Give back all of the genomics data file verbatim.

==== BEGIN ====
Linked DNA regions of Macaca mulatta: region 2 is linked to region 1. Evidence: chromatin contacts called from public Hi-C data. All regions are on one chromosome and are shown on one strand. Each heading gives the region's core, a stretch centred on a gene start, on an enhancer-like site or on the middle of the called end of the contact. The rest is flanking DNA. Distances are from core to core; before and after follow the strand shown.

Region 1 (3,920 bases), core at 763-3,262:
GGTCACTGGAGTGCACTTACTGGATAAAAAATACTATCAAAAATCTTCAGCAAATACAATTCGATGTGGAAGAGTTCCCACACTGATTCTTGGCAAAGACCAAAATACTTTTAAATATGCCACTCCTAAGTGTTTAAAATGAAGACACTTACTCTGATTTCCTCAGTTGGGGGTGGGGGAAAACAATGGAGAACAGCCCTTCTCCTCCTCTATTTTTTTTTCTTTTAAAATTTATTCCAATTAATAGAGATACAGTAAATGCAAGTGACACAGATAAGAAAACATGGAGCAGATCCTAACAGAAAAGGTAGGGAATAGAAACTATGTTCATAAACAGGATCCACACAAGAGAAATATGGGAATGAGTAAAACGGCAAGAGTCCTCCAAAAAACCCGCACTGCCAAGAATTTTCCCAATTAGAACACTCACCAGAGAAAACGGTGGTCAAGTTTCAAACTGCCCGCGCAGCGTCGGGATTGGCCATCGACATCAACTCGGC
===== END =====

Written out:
Linked DNA regions of Macaca mulatta: region 2 is linked to region 1. Evidence: chromatin contacts called from public Hi-C data. All regions are on one chromosome and are shown on one strand. Each heading gives the region's core, a stretch centred on a gene start, on an enhancer-like site or on the middle of the called end of the contact. The rest is flanking DNA. Distances are from core to core; before and after follow the strand shown.

Region 1 (3,920 bases), core at 763-3,262:
GGTCACTGGAGTGCACTTACTGGATAAAAAATACTATCAAAAATCTTCAGCAAATACAATTCGATGTGGAAGAGTTCCCACACTGATTCTTGGCAAAGACCAAAATACTTTTAAATATGCCACTCCTAAGTGTTTAAAATGAAGACACTTACTCTGATTTCCTCAGTTGGGGGTGGGGGAAAACAATGGAGAACAGCCCTTCTCCTCCTCTATTTTTTTTTCTTTTAAAATTTATTCCAATTAATAGAGATACAGTAAATGCAAGTGACACAGATAAGAAAACATGGAGCAGATCCTAACAGAAAAGGTAGGGAATAGAAACTATGTTCATAAACAGGATCCACACAAGAGAAATATGGGAATGAGTAAAACGGCAAGAGTCCTCCAAAAAACCCGCACTGCCAAGAATTTTCCCAATTAGAACACTCACCAGAGAAAACGGTGGTCAAGTTTCAAACTGCCCGCGCAGCGTCGGGATTGGCCATCGACATCAACTCGGC